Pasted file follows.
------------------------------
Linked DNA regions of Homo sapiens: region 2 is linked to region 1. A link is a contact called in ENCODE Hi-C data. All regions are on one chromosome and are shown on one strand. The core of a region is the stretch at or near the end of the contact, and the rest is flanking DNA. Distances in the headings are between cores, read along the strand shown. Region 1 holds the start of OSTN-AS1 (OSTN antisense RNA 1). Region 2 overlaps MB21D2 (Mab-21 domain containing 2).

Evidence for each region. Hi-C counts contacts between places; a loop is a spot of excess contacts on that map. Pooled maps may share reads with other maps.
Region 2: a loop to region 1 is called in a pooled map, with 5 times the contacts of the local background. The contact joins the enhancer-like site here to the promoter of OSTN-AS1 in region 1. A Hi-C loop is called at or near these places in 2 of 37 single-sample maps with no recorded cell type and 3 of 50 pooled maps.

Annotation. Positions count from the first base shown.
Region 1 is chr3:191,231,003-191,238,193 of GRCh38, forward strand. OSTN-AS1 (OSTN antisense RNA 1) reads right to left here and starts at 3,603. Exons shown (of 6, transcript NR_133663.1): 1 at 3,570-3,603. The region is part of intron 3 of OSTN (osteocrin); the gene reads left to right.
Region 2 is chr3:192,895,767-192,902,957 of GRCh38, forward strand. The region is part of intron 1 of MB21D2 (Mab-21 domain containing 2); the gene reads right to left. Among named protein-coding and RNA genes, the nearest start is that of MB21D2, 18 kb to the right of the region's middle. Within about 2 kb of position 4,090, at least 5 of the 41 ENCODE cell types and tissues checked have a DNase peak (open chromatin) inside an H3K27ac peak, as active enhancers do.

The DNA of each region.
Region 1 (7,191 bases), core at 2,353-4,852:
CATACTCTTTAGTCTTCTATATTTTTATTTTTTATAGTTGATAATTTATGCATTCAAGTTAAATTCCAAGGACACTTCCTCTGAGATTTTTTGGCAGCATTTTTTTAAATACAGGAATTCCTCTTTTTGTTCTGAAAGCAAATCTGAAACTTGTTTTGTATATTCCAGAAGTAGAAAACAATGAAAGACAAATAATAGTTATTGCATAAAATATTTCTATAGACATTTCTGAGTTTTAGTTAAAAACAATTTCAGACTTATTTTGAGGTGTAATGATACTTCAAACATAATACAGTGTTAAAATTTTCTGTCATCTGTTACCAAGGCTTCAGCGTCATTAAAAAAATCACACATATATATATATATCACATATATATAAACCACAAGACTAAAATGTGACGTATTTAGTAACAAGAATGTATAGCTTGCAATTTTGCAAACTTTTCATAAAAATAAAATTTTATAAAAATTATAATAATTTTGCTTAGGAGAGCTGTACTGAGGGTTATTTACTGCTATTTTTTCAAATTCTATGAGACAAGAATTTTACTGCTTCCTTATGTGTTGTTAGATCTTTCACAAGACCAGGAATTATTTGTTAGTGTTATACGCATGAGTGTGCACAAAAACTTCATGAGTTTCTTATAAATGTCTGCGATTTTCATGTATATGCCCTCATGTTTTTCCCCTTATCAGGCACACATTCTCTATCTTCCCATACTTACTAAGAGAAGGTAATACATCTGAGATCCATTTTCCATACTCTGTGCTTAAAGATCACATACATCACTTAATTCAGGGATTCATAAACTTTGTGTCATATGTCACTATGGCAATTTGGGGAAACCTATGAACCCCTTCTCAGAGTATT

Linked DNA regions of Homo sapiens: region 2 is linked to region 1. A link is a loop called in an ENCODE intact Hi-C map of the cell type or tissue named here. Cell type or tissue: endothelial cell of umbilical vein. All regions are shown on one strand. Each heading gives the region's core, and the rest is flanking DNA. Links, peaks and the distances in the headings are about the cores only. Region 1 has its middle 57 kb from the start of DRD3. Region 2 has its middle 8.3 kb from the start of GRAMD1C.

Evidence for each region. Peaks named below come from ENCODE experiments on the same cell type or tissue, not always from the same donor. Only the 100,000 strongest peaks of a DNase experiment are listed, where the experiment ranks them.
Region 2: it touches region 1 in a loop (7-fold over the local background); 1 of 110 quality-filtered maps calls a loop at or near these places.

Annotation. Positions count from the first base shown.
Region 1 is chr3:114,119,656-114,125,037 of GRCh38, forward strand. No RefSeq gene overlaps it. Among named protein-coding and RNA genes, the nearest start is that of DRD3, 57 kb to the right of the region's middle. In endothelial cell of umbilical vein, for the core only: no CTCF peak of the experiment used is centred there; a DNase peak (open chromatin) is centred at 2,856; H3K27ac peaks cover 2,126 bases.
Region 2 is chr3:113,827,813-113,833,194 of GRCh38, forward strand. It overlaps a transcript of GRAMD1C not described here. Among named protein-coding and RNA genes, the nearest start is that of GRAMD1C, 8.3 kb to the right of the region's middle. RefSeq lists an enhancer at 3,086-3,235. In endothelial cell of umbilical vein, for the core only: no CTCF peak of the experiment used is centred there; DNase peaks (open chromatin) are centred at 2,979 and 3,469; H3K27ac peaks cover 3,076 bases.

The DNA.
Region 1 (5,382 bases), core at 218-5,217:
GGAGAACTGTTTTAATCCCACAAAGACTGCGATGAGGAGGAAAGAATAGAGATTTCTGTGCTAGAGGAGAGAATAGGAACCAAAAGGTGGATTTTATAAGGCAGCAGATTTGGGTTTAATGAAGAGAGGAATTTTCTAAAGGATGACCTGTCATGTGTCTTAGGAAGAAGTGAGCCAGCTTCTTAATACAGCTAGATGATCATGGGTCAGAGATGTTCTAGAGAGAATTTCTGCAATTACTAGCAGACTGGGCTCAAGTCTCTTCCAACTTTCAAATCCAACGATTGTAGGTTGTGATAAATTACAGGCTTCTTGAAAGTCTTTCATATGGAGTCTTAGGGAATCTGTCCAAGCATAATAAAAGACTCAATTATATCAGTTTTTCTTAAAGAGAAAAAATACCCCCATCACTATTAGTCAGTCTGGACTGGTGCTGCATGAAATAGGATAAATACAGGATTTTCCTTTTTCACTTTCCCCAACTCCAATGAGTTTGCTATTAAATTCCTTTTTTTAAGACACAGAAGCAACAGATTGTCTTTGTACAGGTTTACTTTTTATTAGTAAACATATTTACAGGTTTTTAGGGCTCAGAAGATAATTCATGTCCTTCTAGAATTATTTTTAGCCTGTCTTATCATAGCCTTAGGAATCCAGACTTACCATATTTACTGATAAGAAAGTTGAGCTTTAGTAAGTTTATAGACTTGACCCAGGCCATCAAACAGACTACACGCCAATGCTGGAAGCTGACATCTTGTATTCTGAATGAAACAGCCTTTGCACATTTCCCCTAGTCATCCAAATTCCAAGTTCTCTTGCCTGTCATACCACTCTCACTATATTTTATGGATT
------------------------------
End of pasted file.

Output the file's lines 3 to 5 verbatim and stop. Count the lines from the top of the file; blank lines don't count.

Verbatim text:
Region 2: a loop to region 1 is called in a pooled map, with 5 times the contacts of the local background. The contact joins the enhancer-like site here to the promoter of OSTN-AS1 in region 1. A Hi-C loop is called at or near these places in 2 of 37 single-sample maps with no recorded cell type and 3 of 50 pooled maps.

Annotation. Positions count from the first base shown.
Region 1 is chr3:191,231,003-191,238,193 of GRCh38, forward strand. OSTN-AS1 (OSTN antisense RNA 1) reads right to left here and starts at 3,603. Exons shown (of 6, transcript NR_133663.1): 1 at 3,570-3,603. The region is part of intron 3 of OSTN (osteocrin); the gene reads left to right.